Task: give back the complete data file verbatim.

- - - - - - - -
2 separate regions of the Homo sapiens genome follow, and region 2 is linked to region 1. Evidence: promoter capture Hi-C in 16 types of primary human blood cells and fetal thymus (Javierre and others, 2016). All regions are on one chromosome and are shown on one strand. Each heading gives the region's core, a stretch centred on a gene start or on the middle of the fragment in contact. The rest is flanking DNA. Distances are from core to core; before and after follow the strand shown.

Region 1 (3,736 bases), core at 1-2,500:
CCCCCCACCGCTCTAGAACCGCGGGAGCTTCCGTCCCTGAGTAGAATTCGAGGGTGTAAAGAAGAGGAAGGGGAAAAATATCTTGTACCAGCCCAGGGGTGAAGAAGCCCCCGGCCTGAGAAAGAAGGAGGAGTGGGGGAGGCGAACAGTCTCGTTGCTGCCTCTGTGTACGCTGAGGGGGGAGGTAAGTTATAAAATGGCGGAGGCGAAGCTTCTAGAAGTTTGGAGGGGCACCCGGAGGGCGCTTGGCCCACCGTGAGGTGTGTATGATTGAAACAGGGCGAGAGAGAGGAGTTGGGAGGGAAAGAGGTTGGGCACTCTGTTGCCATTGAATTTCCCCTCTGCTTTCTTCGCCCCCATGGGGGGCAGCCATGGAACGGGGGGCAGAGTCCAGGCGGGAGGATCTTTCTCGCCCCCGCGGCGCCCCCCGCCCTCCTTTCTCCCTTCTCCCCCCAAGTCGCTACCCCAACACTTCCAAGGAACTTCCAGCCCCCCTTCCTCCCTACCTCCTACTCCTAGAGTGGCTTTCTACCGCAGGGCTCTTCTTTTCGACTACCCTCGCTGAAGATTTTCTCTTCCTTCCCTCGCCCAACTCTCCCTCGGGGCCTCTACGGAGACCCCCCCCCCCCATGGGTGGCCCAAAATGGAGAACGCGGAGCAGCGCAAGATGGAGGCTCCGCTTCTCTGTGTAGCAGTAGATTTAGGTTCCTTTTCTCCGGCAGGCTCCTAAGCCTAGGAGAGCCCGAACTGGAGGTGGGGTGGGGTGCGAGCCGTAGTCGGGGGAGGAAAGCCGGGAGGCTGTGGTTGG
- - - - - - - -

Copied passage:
2 separate regions of the Homo sapiens genome follow, and region 2 is linked to region 1. Evidence: promoter capture Hi-C in 16 types of primary human blood cells and fetal thymus (Javierre and others, 2016). All regions are on one chromosome and are shown on one strand. Each heading gives the region's core, a stretch centred on a gene start or on the middle of the fragment in contact. The rest is flanking DNA. Distances are from core to core; before and after follow the strand shown.

Region 1 (3,736 bases), core at 1-2,500:
CCCCCCACCGCTCTAGAACCGCGGGAGCTTCCGTCCCTGAGTAGAATTCGAGGGTGTAAAGAAGAGGAAGGGGAAAAATATCTTGTACCAGCCCAGGGGTGAAGAAGCCCCCGGCCTGAGAAAGAAGGAGGAGTGGGGGAGGCGAACAGTCTCGTTGCTGCCTCTGTGTACGCTGAGGGGGGAGGTAAGTTATAAAATGGCGGAGGCGAAGCTTCTAGAAGTTTGGAGGGGCACCCGGAGGGCGCTTGGCCCACCGTGAGGTGTGTATGATTGAAACAGGGCGAGAGAGAGGAGTTGGGAGGGAAAGAGGTTGGGCACTCTGTTGCCATTGAATTTCCCCTCTGCTTTCTTCGCCCCCATGGGGGGCAGCCATGGAACGGGGGGCAGAGTCCAGGCGGGAGGATCTTTCTCGCCCCCGCGGCGCCCCCCGCCCTCCTTTCTCCCTTCTCCCCCCAAGTCGCTACCCCAACACTTCCAAGGAACTTCCAGCCCCCCTTCCTCCCTACCTCCTACTCCTAGAGTGGCTTTCTACCGCAGGGCTCTTCTTTTCGACTACCCTCGCTGAAGATTTTCTCTTCCTTCCCTCGCCCAACTCTCCCTCGGGGCCTCTACGGAGACCCCCCCCCCCCATGGGTGGCCCAAAATGGAGAACGCGGAGCAGCGCAAGATGGAGGCTCCGCTTCTCTGTGTAGCAGTAGATTTAGGTTCCTTTTCTCCGGCAGGCTCCTAAGCCTAGGAGAGCCCGAACTGGAGGTGGGGTGGGGTGCGAGCCGTAGTCGGGGGAGGAAAGCCGGGAGGCTGTGGTTGG